The American Hotel & Lodging Association (AH&LA) called on the U.S. Senate to pass vital legislation to allow small businesses to band together and purchase health insurance at reduced rates. The Senate is expected to…
The American Hotel & Lodging Association (AH&LA) called on the U.S. Senate to pass vital legislation to allow small businesses to band together and purchase health insurance at reduced rates. The Senate is expected to vote this week on S. 1955, The Health Insurance Marketplace Modernization and Affordability Act by Senators Mike Enzi (R-Wyo.) and Ben Nelson (D-Neb.), which would allow small businesses to operate under the same rules that govern large employer and union health plans.
“Small businesses are the backbone of the U.S. lodging industry,” said AH&LA President & CEO Joseph A. McInerney, CHA. “It is critical that Congress pass S. 1955 to level the playing field and allow small businesses to offer fully-insured plan options under a uniform set of rules across state lines. This crucial change will enable the lodging industry to provide for the economic and personal well-being of its employees and their families.”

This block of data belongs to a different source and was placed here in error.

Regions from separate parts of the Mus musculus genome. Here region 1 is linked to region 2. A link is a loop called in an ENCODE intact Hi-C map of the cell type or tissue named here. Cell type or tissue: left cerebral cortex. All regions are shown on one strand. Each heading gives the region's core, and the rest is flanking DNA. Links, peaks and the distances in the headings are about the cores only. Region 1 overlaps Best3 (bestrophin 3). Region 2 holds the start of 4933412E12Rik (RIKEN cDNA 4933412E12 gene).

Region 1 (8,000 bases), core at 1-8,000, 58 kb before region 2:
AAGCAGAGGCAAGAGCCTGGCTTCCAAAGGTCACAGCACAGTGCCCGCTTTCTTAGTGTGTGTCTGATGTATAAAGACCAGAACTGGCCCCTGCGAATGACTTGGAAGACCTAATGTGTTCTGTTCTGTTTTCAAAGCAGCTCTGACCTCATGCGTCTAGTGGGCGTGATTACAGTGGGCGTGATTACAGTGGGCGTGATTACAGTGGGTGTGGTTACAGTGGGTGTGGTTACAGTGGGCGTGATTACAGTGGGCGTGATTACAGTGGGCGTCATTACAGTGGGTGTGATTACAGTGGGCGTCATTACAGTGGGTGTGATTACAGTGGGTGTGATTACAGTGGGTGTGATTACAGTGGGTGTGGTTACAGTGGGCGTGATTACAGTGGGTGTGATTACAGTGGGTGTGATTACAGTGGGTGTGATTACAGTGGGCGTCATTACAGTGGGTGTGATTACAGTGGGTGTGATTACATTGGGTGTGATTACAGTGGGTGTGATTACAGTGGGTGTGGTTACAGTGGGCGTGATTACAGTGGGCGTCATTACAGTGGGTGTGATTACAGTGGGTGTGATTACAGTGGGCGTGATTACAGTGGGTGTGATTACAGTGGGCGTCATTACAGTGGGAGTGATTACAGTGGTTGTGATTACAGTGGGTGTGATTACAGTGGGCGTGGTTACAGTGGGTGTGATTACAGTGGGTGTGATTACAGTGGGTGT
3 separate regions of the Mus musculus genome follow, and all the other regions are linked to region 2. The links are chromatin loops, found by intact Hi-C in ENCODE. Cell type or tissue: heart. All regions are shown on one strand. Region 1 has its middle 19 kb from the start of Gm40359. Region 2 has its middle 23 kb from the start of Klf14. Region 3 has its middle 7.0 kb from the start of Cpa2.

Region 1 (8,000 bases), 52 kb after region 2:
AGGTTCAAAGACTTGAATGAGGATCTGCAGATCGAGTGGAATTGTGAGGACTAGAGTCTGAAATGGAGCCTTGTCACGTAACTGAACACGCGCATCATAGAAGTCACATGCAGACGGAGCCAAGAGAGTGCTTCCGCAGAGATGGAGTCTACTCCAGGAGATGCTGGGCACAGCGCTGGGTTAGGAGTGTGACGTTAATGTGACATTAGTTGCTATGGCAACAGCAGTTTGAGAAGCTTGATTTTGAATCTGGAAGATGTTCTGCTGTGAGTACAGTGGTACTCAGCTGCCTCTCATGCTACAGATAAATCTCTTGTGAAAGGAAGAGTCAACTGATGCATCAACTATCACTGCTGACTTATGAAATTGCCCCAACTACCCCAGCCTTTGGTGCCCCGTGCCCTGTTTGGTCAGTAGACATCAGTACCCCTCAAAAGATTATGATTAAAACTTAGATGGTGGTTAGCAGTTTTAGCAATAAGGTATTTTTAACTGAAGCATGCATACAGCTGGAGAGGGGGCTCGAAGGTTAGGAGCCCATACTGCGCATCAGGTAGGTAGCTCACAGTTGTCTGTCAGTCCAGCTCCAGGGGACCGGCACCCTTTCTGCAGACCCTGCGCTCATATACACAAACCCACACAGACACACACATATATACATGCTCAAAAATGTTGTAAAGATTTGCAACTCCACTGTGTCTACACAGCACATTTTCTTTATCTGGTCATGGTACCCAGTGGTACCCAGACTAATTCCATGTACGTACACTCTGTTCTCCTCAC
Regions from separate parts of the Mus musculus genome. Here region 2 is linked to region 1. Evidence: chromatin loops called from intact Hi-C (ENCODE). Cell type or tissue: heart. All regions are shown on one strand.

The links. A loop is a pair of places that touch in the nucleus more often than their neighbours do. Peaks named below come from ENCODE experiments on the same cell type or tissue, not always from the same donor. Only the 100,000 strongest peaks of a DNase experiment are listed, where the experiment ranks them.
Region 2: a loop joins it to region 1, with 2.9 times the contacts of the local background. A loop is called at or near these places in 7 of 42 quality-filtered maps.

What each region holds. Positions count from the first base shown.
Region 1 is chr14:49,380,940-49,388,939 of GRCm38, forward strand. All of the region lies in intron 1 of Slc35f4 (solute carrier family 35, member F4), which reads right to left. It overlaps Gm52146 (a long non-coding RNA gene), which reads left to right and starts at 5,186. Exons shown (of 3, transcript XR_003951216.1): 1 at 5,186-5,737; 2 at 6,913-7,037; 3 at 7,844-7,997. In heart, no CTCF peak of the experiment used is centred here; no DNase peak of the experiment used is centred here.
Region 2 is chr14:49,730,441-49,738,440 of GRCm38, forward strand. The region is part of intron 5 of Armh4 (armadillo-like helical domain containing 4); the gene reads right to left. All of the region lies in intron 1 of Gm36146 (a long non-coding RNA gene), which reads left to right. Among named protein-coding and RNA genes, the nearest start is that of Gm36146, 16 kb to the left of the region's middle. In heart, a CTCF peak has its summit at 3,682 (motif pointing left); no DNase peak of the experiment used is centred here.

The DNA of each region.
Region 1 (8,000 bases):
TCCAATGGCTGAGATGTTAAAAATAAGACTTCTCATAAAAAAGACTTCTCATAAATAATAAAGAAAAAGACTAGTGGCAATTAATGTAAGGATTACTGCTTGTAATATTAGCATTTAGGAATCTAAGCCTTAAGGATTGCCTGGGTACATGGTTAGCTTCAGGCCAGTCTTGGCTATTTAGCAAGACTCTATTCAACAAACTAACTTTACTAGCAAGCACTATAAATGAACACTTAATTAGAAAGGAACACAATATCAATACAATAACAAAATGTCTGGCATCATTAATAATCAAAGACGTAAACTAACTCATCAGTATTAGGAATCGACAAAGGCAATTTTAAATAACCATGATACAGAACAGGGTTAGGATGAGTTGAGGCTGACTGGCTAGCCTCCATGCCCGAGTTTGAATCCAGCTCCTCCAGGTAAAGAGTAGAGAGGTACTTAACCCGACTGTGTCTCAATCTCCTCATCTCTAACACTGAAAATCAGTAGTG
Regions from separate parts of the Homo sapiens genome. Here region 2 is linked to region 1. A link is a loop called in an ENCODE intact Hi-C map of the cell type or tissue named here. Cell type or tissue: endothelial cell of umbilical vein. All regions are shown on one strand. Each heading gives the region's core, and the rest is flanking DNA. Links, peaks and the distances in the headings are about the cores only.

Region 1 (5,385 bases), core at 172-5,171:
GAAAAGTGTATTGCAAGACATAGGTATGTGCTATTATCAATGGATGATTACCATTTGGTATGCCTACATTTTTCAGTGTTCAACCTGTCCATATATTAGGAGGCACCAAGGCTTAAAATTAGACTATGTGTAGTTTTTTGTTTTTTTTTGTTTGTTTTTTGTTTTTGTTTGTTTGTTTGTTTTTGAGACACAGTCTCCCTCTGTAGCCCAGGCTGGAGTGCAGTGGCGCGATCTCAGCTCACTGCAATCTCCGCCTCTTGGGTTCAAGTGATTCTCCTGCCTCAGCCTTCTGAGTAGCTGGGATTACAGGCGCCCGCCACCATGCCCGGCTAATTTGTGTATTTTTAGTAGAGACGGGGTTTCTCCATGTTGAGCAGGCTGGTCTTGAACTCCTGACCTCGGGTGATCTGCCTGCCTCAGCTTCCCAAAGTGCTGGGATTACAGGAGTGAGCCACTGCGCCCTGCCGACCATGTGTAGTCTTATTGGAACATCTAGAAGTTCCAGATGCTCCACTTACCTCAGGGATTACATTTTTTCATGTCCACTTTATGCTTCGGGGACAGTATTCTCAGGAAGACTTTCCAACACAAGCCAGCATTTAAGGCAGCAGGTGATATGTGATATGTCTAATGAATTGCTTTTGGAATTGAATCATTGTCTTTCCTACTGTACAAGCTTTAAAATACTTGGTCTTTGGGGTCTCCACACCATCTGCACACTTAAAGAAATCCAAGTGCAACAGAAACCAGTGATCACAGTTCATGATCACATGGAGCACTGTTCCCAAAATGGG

AH&LA estimates that of the nearly 48,000 lodging properties in the United States, more than half have fewer than 75 rooms, and 88 percent have fewer than 150 rooms. More than 60 percent of the 45 million Americans that lack health insurance coverage are members of a family dependent on a paycheck from a small business or are self-employed. AH&LA believes most of these employees would be eligible to enroll in a Small Business Health Plan created by S. 1955.
The Congressional Budget Office estimates that small businesses obtaining insurance through Small Business Health Plans will likely experience premium reductions of 13 percent on average and as high as 25 percent, offering savings of $1,000-$1,900 annually for the average family health plan offered by a small business.
Although current law allows certain small businesses to purchase limited health insurance coverage through associations, AH&LA said that small businesses must comply with a wide range of complex state laws and regulations. Larger businesses and unions are exempt from these requirements under the Employee Retirement Income Security Act of 1974 (ERISA) if they have operations in more than one state and can “self-insure.”
“Small businesses often cannot meet the current onerous requirements,” said McInerney. “With passage of S. 1955, small employers would have greater bargaining power, economies of scale, and administrative efficiencies.”
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